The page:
The obvious downside of the findings is that younger patients with AD lose more of their productive years to the disease, Holland noted. “The good news in all of this is that our results indicate those who survive into the later years before showing symptoms of AD will experience a less aggressive form of the disease.”
11:03 pm • 5 August 2012 • 82 notes
Colorized scanning electron microscope image, by Tina Carvalho (c. 2011), of a nerve ending whose cell membrane has broken open, revealing the synaptic vesicles (orange & blue) that store neurotransmitters released when the neuron fires [more info]
10:12 am • 11 July 2012 • 69 notes
Neuropathologist arranging slices of a human brain for gross pathology. By studying the shape and structure of a brain, most brain disorders can be diagnosed. For instance, Alzheimer’s disease causes shrinkage and the fissures appear to grow. A stroke causes localized brain tissue death, and Creutzfeldt-Jakob disease gives the brain a spongy appearance with evident holes. This type of pathology is carried out not only to try to find causes of death, but also in research into all brain disorders.
I wish more labs were painted BRIGHT YELLOW.
2:44 pm • 5 July 2012 • 274 notes
“My son’s high-speed adventure raised the question long asked by people who have pondered the class of humans we call teenagers: What on Earth was he doing? Parents often phrase this question more colorfully. Scientists put it more coolly. They ask, What can explain this behavior? But even that is just another way of wondering, What is wrong with these kids? Why do they act this way? The question passes judgment even as it inquires.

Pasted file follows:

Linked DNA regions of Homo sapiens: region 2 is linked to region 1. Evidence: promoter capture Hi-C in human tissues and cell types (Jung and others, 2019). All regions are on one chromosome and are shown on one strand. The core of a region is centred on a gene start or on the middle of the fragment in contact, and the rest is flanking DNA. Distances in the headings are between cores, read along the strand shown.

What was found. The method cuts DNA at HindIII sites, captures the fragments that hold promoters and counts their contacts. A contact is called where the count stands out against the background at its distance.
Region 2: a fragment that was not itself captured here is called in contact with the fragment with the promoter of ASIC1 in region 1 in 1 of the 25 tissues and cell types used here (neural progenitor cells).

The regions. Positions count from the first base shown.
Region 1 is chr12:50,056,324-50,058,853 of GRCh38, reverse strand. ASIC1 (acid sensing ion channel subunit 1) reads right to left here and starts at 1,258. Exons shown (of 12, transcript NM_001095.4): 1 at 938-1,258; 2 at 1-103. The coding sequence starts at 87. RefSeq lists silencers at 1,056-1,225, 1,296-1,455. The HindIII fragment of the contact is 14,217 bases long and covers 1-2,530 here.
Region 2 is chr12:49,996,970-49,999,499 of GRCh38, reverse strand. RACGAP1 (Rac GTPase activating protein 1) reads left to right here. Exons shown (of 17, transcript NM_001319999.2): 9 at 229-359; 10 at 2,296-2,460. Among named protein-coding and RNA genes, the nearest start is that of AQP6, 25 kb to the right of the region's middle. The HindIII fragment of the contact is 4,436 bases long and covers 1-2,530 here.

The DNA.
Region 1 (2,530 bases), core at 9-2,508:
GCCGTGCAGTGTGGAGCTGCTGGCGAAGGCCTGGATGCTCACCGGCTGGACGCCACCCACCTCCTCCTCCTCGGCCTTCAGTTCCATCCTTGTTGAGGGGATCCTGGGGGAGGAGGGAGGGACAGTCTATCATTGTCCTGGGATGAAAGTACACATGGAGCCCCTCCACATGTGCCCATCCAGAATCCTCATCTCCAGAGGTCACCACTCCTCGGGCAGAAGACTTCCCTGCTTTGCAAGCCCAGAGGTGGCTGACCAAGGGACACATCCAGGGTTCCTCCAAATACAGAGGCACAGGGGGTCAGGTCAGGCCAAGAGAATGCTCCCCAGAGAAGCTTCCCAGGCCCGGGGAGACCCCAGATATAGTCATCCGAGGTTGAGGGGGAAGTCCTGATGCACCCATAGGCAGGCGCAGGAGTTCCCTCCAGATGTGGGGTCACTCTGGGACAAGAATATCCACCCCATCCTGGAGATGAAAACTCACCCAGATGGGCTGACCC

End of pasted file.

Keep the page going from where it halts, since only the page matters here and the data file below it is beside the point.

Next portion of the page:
Through the ages, most answers have cited dark forces that uniquely affect the teen. Aristotle concluded more than 2,300 years ago that “the young are heated by Nature as drunken men by wine.” A shepherd in William Shakespeare’s The Winter’s Tale wishes “there were no age between ten and three-and-twenty, or that youth would sleep out the rest; for there is nothing in the between but getting wenches with child, wronging the ancientry, stealing, fighting.” His lament colors most modern scientific inquiries as well. G. Stanley Hall, who formalized adolescent studies with his 1904 Adolescence: Its Psychology and Its Relations to Physiology, Anthropology, Sociology, Sex, Crime, Religion and Education, believed this period of “storm and stress” replicated earlier, less civilized stages of human development. Freud saw adolescence as an expression of torturous psychosexual conflict; Erik Erikson, as the most tumultuous of life’s several identity crises. Adolescence: always a problem.